Don’t think for one moment that it is easy going, smooth, singletrack type riding. It is rugged and technical, but with incredible flow, and that is what gives it that special charm. It's as if the old gold miners knew we were going to use them someday. Most of today’s trail builders can learn a thing or two from these pack tracks built back in the day. This kind of riding is really exciting to me, partly because it is a new experience, as you have to take your overnight gear and food in a pack with you and be prepared for pretty much anything and everything. The huts are small, and most of the remote structures are first come, first serve, so you just hope that you don’t have to spend the night outside with the dreaded sand flies.
One of the epic trails out in Golden Bay is called The Kill Devil track with its 58 switchbacks and screaming singletrack all the way to Waingaro Forks hut, where you can camp overnight and feel like a real adventurer. As I said before, there are too many epic trails to list under this category, but every time we ride another new track out here, they become new favorites.
Another amazing place (pretty much in the middle of nowhere) is the Craigieburn forest. People have been raving about these trails ever since we moved out here, and after finally getting to ride them, I too will be raving about them. I think we hit the singletrack heaven jackpot out there. The scenery was just spectacular. Dramatic “Mordor” mountain vistas, tussock grasses, dracophyllem flats (Dr. Seuss trees), stunning beech forests beyond belief, the tackiest dirt, slippery roots, exposed scree slopes, perfect bench cut singletrack, no people, no cell phone reception, no hype. Just stunning landscapes and amazing trails that you can connect up and over mountains, valleys, spurs and hills for days on end. There are many options and loops to ride, but the best way to experience this place is to go camping out there, grab a map and go exploring.
Provence and France in General
The riding in France is just insane. Everyone knows that. Trails that spring to mind are the Alpe d’Huez tracks that the infamous MegAvalanche races down, the Les Deux Alpes tracks famous for the Mountain of Hell race, Morzine, Chatel, Les Arcs, Meribel, the list of amazing trails to ride in France is seemingly endless, but some of my ultimate favorites lie in the big, rugged, still-relatively-unknown mountains of Provence. Yes, Provence of all places, where most people just imagine gentle, lavender field hills and fancy retreat villas. But man oh man, is that a delusional picture.
Thanks to the amazing Trans Provence race, I have explored, and ridden, some of the best, most technical and rugged trails ever. Never in my wildest dreams did I imagine Provence to have such big mountains, with little remote villages and endless singletrack trails. Trails with the names such as Donkey Darko, Champ Long, Grey Earth, Lantosque, Granges de Cous - the list goes on and on. And those are just a sampling of what this region has to offer. Imagine how many other amazing trails there must be just waiting to be discovered.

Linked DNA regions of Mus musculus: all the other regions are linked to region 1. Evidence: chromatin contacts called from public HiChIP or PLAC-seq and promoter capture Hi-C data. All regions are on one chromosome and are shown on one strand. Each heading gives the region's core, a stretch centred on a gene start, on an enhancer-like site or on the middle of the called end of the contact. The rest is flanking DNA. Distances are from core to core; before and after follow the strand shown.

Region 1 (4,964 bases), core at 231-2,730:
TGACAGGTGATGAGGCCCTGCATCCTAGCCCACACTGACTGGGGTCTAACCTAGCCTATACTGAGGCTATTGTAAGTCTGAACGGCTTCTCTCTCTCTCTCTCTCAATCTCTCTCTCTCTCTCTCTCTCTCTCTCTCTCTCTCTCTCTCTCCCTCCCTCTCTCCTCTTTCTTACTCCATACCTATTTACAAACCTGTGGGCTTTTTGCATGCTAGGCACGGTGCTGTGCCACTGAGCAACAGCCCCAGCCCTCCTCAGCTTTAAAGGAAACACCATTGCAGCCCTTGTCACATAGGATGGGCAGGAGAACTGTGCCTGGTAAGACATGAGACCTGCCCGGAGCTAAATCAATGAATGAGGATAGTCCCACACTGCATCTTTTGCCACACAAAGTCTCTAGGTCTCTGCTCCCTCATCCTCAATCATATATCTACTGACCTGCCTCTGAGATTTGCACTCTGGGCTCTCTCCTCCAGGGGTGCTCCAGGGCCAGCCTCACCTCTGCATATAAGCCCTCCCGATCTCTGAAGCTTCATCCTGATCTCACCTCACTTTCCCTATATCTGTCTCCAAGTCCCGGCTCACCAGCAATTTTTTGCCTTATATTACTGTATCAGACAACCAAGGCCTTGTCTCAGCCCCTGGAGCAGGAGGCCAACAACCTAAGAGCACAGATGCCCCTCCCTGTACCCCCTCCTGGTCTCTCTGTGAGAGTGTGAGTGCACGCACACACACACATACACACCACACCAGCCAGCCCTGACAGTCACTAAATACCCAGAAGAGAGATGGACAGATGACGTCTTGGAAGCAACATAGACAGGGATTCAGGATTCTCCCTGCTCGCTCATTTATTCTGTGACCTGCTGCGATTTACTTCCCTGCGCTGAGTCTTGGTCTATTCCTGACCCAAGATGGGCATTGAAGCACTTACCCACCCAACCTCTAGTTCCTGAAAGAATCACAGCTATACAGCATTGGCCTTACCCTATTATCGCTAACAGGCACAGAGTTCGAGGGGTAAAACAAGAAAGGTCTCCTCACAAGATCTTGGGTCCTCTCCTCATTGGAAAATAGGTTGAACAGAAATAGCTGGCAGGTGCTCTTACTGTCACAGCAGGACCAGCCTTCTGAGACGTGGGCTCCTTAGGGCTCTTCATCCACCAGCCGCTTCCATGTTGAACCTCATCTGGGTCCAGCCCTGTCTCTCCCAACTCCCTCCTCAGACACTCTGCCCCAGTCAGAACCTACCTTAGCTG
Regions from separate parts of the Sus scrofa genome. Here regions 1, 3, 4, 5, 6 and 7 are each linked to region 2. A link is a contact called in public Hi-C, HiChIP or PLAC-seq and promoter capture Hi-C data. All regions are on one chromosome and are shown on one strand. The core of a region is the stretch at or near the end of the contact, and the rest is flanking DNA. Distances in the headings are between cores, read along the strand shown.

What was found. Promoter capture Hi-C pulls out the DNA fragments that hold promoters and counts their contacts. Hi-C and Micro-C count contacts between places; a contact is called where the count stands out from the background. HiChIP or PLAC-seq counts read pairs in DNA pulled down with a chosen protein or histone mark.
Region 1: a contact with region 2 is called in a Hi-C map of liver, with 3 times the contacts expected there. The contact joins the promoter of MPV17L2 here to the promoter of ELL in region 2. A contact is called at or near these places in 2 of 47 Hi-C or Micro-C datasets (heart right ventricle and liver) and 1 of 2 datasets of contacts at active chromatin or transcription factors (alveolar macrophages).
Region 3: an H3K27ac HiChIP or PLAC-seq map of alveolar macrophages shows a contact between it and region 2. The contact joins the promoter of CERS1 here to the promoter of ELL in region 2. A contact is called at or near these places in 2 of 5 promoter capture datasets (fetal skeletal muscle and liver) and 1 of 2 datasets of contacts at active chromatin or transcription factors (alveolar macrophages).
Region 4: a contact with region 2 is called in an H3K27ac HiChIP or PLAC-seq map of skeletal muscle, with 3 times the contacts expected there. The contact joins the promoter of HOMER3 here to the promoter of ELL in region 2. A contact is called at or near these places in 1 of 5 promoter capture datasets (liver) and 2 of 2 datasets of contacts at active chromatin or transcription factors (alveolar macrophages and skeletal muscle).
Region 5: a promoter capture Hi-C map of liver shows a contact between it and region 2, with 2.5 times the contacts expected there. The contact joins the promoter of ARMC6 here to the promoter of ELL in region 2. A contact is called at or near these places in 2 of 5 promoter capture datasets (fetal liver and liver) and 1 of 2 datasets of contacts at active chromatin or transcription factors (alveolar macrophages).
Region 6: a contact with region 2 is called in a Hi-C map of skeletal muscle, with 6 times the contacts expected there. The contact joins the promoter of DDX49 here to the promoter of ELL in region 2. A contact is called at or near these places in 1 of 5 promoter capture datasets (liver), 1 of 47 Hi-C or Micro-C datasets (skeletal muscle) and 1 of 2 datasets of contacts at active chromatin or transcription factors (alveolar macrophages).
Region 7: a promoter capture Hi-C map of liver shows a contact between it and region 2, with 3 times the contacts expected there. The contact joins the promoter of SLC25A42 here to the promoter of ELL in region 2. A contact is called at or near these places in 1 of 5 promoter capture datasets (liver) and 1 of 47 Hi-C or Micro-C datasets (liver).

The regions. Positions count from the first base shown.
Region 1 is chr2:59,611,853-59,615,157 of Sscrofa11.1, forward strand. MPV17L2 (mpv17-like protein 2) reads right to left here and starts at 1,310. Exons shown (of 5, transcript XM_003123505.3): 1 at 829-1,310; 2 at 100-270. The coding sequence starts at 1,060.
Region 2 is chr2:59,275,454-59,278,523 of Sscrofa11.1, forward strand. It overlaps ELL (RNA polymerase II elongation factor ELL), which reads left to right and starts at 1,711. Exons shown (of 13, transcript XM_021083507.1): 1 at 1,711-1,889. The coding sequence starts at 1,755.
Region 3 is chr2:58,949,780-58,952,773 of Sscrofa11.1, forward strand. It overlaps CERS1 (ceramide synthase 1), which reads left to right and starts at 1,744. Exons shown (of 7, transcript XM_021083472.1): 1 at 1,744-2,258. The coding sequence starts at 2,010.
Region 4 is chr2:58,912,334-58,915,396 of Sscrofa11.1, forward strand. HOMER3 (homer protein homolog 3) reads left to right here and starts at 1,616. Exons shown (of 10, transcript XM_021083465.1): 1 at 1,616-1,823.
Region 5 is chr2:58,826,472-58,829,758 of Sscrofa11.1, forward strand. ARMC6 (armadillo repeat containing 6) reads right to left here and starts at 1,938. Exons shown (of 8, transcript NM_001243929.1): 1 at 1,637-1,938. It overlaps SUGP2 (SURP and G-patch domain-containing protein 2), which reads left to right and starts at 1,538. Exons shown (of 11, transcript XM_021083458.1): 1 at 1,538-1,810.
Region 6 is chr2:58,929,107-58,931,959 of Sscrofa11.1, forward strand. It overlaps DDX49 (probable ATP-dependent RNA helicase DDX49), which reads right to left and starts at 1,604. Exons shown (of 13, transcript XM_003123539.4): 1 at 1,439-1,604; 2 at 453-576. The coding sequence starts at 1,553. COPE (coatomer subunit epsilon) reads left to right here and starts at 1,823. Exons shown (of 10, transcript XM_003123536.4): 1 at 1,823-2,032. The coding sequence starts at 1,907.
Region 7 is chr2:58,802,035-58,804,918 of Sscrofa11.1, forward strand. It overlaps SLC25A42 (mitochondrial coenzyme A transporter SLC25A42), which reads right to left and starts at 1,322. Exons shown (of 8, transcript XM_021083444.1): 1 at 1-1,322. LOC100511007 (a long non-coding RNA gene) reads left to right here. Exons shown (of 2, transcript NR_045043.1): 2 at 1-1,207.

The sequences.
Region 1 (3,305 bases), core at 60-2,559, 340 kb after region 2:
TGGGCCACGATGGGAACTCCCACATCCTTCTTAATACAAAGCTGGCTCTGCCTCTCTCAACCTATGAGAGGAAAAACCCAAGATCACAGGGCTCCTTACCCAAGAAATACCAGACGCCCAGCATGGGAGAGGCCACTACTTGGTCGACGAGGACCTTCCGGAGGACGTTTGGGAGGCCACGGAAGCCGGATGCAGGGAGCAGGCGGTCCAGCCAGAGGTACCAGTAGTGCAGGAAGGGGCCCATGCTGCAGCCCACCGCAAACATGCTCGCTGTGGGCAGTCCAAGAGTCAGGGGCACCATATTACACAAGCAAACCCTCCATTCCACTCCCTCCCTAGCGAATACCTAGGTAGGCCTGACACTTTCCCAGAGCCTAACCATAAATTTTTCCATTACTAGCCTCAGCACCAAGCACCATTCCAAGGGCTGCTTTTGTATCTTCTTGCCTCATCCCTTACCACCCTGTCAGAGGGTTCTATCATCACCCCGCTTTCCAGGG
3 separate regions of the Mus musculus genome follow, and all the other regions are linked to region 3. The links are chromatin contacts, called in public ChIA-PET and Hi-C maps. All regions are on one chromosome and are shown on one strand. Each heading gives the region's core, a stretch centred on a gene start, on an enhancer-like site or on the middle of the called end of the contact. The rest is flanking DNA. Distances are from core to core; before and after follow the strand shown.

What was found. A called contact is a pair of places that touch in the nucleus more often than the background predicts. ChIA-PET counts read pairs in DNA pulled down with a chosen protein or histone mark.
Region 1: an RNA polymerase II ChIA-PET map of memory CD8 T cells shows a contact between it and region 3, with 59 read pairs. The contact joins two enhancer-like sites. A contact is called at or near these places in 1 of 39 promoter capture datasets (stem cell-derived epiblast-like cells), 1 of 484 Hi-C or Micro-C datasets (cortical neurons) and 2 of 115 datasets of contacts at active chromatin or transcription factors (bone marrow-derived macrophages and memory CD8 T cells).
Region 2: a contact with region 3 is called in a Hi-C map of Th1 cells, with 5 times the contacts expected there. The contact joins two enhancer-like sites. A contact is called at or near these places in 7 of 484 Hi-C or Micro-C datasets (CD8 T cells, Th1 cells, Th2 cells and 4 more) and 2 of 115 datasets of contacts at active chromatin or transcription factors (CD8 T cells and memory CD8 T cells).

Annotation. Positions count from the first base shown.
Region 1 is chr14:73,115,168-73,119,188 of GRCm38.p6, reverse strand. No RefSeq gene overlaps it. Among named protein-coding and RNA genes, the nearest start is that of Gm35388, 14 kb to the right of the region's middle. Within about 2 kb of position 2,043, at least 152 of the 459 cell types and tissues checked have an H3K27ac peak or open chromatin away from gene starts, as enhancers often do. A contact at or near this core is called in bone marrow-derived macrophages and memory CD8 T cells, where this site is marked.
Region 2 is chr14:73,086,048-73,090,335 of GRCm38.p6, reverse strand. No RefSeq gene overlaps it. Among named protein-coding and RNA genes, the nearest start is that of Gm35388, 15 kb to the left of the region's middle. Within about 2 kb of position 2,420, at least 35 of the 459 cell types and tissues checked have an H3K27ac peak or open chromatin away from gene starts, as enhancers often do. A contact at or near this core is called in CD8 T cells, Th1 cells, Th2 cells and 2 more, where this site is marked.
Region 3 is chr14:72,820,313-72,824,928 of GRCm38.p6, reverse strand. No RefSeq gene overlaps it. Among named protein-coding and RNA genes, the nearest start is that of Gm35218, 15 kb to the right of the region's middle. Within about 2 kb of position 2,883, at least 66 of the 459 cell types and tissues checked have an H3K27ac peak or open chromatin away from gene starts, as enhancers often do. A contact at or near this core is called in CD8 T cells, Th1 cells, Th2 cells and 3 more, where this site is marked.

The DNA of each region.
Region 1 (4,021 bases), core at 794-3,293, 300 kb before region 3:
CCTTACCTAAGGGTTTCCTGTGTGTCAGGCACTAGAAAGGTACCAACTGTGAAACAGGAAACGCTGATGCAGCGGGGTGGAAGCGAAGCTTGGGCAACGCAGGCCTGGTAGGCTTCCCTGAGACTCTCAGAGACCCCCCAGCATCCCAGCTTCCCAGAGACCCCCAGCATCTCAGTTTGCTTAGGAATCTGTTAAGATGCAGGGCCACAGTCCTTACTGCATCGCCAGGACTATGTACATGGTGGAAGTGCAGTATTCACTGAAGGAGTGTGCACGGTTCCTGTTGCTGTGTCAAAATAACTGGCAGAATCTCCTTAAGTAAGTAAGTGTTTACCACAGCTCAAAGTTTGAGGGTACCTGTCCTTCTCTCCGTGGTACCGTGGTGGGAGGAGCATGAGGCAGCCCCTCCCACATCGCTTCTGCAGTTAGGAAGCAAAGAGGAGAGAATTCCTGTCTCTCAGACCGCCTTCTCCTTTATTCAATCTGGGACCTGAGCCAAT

Next time you head to France for some riding, give Morzine or the other *famous* places a skip and go and ride something new, raw and off the beaten track. You can also sign up for one of the guided trips that Trans Provence offers, to ride them all.
Cape Verde Islands, Atlantic Ocean
This is not your typical riding destination and it is not easy to access, but I was fortunate enough to be invited to this archipelago of islands located in the central Atlantic Ocean, 500+ km off the coast of Western Africa, to race one of Fabien Barel’s URGE invitational events. The event featured several races on different islands, all to raise money for the local schools and to experience new cultures and countries.
These islands were just spectacular and the pack tracks and donkey trails we raced and rode down were just unreal in terms of scenery and ruggedness, with death-defying exposure sections and dizzying heights everywhere. This was my first taste of pure, blind trail riding and racing, and I absolutely loved the thrill and adventure of it. That trip is what fueled my desire to race more enduro events and it brought the adventure back to biking for me after many years of just chasing points at various DH races. That feeling of not having a clue where the trail is going, or what obstacles may appear, or how the hell you have are going to race to the bottom of the Fogo volcano you just hiked up to for hours on end is what got me fired up to compete and ride my bike again. That sense of adventure and challenge, along with the camaraderie you build up with the people you share these adventures with, is really the essence of riding bikes and the reason that I am so hopelessly and passionately in love with riding my bike. As it's been said before, it's not the destination, but rather the journey that is important. -Anka
When you're done here, visit ridehousemartin.com to see what Anka is up to and how you can get in on the adventure in New Zealand.